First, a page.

Tn any situation whether it is in the safety of home watching TV or in the heat of a firefight, we all respond to instinctual triggers. This is not referring to the fight or flight mechanism that is initiated under threat of danger, but something even more simple and basic.

The instinctual triggers do not need danger to be initiated.  Just as touching a hot stove produces a reflex reaction whether you are in danger or not, these instinctual or reflexive reactions happen any time they are triggered.

In terms of Defensive Tactics, or hand-to-hand combat, knowing how you are going to react when triggered and conversely, how to trigger these reactions in an opponent, allows you to use them to your advantage.

The premise of this article is to discuss events that are taking place just prior to and during an attack, not the events leading up to the attack. These are things that are going on during the fight. How you stay out of it or prevent the fight, is another subject altogether.


This response is universal throughout nature and is common to almost all bipedal animals and to most 4-legged animals that spend time upright on their hind legs.  This is actually a very complex mechanism. It is the core premise around which the Emerson Combat System is largely based.

Any time the true startle response is triggered, the human body reacts as follows:

  • The legs flex and the knees bend slightly to “spring Load” your stance for

     immediate movement.

  • The stomach muscles tighten and contract to protect the midsection.
  • The shoulders contract inward and hunch up like you’re doing a shrug—to protect the neck and frontal midline.
  • The hand and arms come up in front and the elbows contract inward.
  • The fingers splay and extend and finish in a position about mid-face level to also protect the eyes and neck area.

This response actually provides a natural fighting stance and gives the human being a good base from which to launch an attack, a strike, or a defense against an attack.

As the one who is usually not initiating the attack, you should practice going from a relaxed stance, jumping into or “startling” into the stance that I have just described. In our training courses we call it the Universal Fighting Stance.  Familiarize yourself with this spring–loaded stance and practice immediately launching a kick, punch, or strike out of this stance as you become more and more familiar with the natural balance and power that it provides. Do not be overly concerned with where your feet are—you’ll know if you’re balanced—and whether or not your right or left foot is forward.  In a spontaneous attack you may be in the middle of a step and have no control over “right lead or left lead.” You must always try to protect your gun side, but in the case of a real blind side attack, you don’t get to choose—at least at first.

There’s not a lot to say about this reaction in terms of the bad guy except that he will react this way, too, if the response is triggered in him. Just be aware that it provides pretty good natural frontal protection. If for instance you are going to strike him with a baton, it is probably more likely to succeed if the strike is from the side—say to the leg—rather than directly up the middle.


Any time you take away someone’s balance and he starts to fall or perceive that he is falling, he will try to recover his balance or break his fall. How does this apply to an attack scenario? Well, let’s say for example that a 285 lb drunken biker has gotten the drop on you and is whaling” away on you. Let’s say that he is throwing haymakers and you’ve gone into a defensive posture, “the cover” in boxing terms. How do you break the momentum of his attack? Let me give you several examples. In this instance, getting away (always choice #1) is not available.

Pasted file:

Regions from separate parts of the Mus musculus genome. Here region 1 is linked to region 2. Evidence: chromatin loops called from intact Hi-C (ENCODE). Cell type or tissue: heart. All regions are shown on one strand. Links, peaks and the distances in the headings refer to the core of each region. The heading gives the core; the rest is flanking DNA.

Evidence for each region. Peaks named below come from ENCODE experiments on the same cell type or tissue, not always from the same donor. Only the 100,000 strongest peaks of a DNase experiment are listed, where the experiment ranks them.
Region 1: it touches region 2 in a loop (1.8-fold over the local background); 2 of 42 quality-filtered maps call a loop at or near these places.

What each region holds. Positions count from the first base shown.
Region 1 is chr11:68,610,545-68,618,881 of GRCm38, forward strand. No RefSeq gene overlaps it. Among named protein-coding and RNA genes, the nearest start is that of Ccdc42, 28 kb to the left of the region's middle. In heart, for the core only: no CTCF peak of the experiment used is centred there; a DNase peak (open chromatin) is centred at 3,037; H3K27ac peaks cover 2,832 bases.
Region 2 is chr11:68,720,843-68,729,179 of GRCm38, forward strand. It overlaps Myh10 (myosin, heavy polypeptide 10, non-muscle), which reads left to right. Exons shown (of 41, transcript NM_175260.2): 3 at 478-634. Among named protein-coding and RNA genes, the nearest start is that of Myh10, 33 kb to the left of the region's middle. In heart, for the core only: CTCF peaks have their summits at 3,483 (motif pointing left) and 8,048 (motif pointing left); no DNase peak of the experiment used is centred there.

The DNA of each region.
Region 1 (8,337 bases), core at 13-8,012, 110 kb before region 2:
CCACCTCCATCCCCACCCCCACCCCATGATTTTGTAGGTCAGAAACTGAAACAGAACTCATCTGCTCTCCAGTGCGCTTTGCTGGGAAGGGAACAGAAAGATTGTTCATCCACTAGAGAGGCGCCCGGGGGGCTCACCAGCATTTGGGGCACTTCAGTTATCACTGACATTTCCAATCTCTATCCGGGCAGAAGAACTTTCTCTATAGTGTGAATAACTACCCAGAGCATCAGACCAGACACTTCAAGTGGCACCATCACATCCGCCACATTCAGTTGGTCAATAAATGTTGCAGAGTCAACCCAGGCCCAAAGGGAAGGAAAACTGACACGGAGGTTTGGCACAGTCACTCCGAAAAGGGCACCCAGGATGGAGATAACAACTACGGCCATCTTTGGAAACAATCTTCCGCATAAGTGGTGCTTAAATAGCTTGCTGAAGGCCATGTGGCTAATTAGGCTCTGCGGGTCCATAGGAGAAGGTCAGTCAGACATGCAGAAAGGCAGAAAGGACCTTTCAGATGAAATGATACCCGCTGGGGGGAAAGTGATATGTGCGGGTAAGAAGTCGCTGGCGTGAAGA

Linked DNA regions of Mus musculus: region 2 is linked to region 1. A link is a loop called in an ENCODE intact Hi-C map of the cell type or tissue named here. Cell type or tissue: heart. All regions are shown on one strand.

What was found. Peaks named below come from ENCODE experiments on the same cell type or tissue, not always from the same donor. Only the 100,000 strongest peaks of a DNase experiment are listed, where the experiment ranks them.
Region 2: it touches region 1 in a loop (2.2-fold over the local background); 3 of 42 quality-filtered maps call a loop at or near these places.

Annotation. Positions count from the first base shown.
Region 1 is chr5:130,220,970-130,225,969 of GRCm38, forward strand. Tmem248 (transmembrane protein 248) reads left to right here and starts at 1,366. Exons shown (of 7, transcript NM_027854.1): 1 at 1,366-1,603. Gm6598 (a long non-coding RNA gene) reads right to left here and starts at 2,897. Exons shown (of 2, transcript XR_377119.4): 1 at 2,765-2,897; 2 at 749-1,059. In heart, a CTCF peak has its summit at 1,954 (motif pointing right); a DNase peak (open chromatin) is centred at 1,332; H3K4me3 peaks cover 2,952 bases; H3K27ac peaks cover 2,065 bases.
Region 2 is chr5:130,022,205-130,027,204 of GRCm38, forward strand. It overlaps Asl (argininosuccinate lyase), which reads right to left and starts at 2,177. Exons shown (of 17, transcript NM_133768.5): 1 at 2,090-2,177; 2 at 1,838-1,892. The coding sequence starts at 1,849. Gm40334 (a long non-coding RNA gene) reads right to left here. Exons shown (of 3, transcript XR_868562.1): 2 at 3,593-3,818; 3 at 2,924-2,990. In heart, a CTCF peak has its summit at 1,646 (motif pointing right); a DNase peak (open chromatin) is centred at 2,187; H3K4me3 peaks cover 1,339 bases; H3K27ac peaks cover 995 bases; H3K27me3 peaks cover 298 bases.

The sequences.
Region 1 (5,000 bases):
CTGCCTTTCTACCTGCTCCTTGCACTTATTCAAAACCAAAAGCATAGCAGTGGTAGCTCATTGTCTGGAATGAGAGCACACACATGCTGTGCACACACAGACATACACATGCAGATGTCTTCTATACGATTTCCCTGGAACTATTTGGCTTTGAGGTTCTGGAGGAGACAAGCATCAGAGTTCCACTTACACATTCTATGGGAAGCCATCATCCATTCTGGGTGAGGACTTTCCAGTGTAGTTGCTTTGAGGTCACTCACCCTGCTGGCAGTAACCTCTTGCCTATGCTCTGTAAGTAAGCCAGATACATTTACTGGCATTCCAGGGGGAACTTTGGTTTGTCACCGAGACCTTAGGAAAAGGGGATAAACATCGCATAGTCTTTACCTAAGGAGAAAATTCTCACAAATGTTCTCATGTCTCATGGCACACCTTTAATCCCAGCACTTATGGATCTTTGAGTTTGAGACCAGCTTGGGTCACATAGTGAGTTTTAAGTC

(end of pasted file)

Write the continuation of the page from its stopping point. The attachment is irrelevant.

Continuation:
You could dive in and grab his legs, (both are the best, one will do), and execute a double or single leg take down. You could lunge in and grab him around the waist, spinning violently to either side while pulling him down, or you could just try and defend against those punches and take a severe beating in the process.  There are dozens of ways to take another person off his feet. These could be any of the following: trips, throws, sweeps, reaps, pickups, or just a plain old football tackle. The results will always be the same in. The punching will stop. And now, since the bad guy will either be trying to stop you from taking him down, or breaking his fall, should you succeed, you will have broken his momentum and forced him to react to you. This now gives you the opportunity to wrest control of the situation. He will not allow his head or face to be planted into the concrete without trying to break his fall. This same principle applies when someone has grabbed you in a death grip, bear hug, or by the uniform. When that bad guy feels himself headed towards the blacktop, his grip will loosen.


Human beings need eyesight to survive as a species.  There is a huge portion of the brain dedicated to processing visual stimuli.  There is a large portion of our survival mechanism devoted to protecting the eyes. Remember the startle response.

If you are attacked, let’s say grabbed from behind and picked up for example, if possible attack the eyes with your fingers or any object, poking, stabbing, clawing etc. It will have a profound effect on the bad guy.  He will have to protect his eyes. Think of it like this. You might let me punch you hard in the shoulder. Would you let me, ever so lightly, just flick you in the eye? I won’t even hit both eyes, just one. All you have to do is get at the eyes. If the bad guy has you bent backwards over the hood of your car in a strangle hold, and you can get a finger into his eyes, I guarantee you will be able to escape. The eyes are a soft target and no one, no matter how big can take a poke in the eyes (barring psychotic drugs) and still fight effectively. Imagine someone jabbing at your eyes with a ballpoint pen. Do you think you’re going to be trying to execute a wristlock or are you going to stop that pen from putting your eye out? It’s so effective, yet very seldom used. The reason is that we are not dirty fighters and eye gouging is the ultimate in dirty fighting. Even in a fight to protect your daughter’s honor you wouldn’t hesitate to break the guy’s arm—but would you put his eye out? We, the good guys just don’t think like that. I want you to be aware of this point, though. Not every poke in the eye puts someone’s eye out. If it did, there would be a huge amount of one–eyed basketball players out there.  However, if you’ve ever been poked in the eye, it stops you dead in your tracks until your vision recovers. Just striking towards the eyes without contacting them will produce a strong reaction in the opponent, often times enough to loosen a grip. If you do hit the eye, it’s even better.